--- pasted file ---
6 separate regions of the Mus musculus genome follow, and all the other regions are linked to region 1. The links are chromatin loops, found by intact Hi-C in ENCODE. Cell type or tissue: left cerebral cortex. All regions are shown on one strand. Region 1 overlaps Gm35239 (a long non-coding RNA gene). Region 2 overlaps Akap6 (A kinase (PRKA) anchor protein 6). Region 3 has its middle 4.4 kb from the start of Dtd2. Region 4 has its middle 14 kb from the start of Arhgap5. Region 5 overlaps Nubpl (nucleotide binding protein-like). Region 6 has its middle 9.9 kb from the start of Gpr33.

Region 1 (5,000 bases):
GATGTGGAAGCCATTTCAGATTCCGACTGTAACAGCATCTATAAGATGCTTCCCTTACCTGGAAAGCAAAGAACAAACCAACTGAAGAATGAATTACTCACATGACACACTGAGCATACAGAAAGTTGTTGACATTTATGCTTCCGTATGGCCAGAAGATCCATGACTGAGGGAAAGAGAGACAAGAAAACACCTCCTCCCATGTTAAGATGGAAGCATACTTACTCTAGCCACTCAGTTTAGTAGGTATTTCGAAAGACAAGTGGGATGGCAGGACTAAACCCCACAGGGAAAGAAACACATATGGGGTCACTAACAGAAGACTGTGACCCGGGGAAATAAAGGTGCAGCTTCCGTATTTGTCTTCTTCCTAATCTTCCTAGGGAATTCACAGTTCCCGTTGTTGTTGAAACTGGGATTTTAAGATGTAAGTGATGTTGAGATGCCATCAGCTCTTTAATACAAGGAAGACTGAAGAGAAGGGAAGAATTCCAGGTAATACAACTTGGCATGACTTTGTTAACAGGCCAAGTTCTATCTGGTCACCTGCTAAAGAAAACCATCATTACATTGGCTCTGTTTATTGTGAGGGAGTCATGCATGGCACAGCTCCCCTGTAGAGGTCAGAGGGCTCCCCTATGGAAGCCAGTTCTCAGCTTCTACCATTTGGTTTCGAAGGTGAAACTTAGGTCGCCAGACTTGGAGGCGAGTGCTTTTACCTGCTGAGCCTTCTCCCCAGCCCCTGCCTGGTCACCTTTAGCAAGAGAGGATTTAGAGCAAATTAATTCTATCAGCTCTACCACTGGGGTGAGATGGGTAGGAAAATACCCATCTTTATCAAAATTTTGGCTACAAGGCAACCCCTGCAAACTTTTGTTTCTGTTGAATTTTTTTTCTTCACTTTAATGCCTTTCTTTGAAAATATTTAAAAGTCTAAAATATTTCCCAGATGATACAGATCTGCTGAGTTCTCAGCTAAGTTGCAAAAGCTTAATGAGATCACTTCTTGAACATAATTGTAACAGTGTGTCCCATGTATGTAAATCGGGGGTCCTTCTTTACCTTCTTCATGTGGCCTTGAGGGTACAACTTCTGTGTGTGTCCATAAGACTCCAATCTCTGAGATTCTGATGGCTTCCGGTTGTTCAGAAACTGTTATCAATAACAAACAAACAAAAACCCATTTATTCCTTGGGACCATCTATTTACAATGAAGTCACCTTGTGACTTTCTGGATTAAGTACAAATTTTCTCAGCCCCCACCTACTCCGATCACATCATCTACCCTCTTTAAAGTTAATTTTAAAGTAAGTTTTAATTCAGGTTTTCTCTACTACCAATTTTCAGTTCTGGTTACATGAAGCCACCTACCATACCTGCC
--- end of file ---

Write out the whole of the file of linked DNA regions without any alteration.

6 separate regions of the Mus musculus genome follow, and all the other regions are linked to region 1. The links are chromatin loops, found by intact Hi-C in ENCODE. Cell type or tissue: left cerebral cortex. All regions are shown on one strand. Region 1 overlaps Gm35239 (a long non-coding RNA gene). Region 2 overlaps Akap6 (A kinase (PRKA) anchor protein 6). Region 3 has its middle 4.4 kb from the start of Dtd2. Region 4 has its middle 14 kb from the start of Arhgap5. Region 5 overlaps Nubpl (nucleotide binding protein-like). Region 6 has its middle 9.9 kb from the start of Gpr33.

Region 1 (5,000 bases):
GATGTGGAAGCCATTTCAGATTCCGACTGTAACAGCATCTATAAGATGCTTCCCTTACCTGGAAAGCAAAGAACAAACCAACTGAAGAATGAATTACTCACATGACACACTGAGCATACAGAAAGTTGTTGACATTTATGCTTCCGTATGGCCAGAAGATCCATGACTGAGGGAAAGAGAGACAAGAAAACACCTCCTCCCATGTTAAGATGGAAGCATACTTACTCTAGCCACTCAGTTTAGTAGGTATTTCGAAAGACAAGTGGGATGGCAGGACTAAACCCCACAGGGAAAGAAACACATATGGGGTCACTAACAGAAGACTGTGACCCGGGGAAATAAAGGTGCAGCTTCCGTATTTGTCTTCTTCCTAATCTTCCTAGGGAATTCACAGTTCCCGTTGTTGTTGAAACTGGGATTTTAAGATGTAAGTGATGTTGAGATGCCATCAGCTCTTTAATACAAGGAAGACTGAAGAGAAGGGAAGAATTCCAGGTAATACAACTTGGCATGACTTTGTTAACAGGCCAAGTTCTATCTGGTCACCTGCTAAAGAAAACCATCATTACATTGGCTCTGTTTATTGTGAGGGAGTCATGCATGGCACAGCTCCCCTGTAGAGGTCAGAGGGCTCCCCTATGGAAGCCAGTTCTCAGCTTCTACCATTTGGTTTCGAAGGTGAAACTTAGGTCGCCAGACTTGGAGGCGAGTGCTTTTACCTGCTGAGCCTTCTCCCCAGCCCCTGCCTGGTCACCTTTAGCAAGAGAGGATTTAGAGCAAATTAATTCTATCAGCTCTACCACTGGGGTGAGATGGGTAGGAAAATACCCATCTTTATCAAAATTTTGGCTACAAGGCAACCCCTGCAAACTTTTGTTTCTGTTGAATTTTTTTTCTTCACTTTAATGCCTTTCTTTGAAAATATTTAAAAGTCTAAAATATTTCCCAGATGATACAGATCTGCTGAGTTCTCAGCTAAGTTGCAAAAGCTTAATGAGATCACTTCTTGAACATAATTGTAACAGTGTGTCCCATGTATGTAAATCGGGGGTCCTTCTTTACCTTCTTCATGTGGCCTTGAGGGTACAACTTCTGTGTGTGTCCATAAGACTCCAATCTCTGAGATTCTGATGGCTTCCGGTTGTTCAGAAACTGTTATCAATAACAAACAAACAAAAACCCATTTATTCCTTGGGACCATCTATTTACAATGAAGTCACCTTGTGACTTTCTGGATTAAGTACAAATTTTCTCAGCCCCCACCTACTCCGATCACATCATCTACCCTCTTTAAAGTTAATTTTAAAGTAAGTTTTAATTCAGGTTTTCTCTACTACCAATTTTCAGTTCTGGTTACATGAAGCCACCTACCATACCTGCC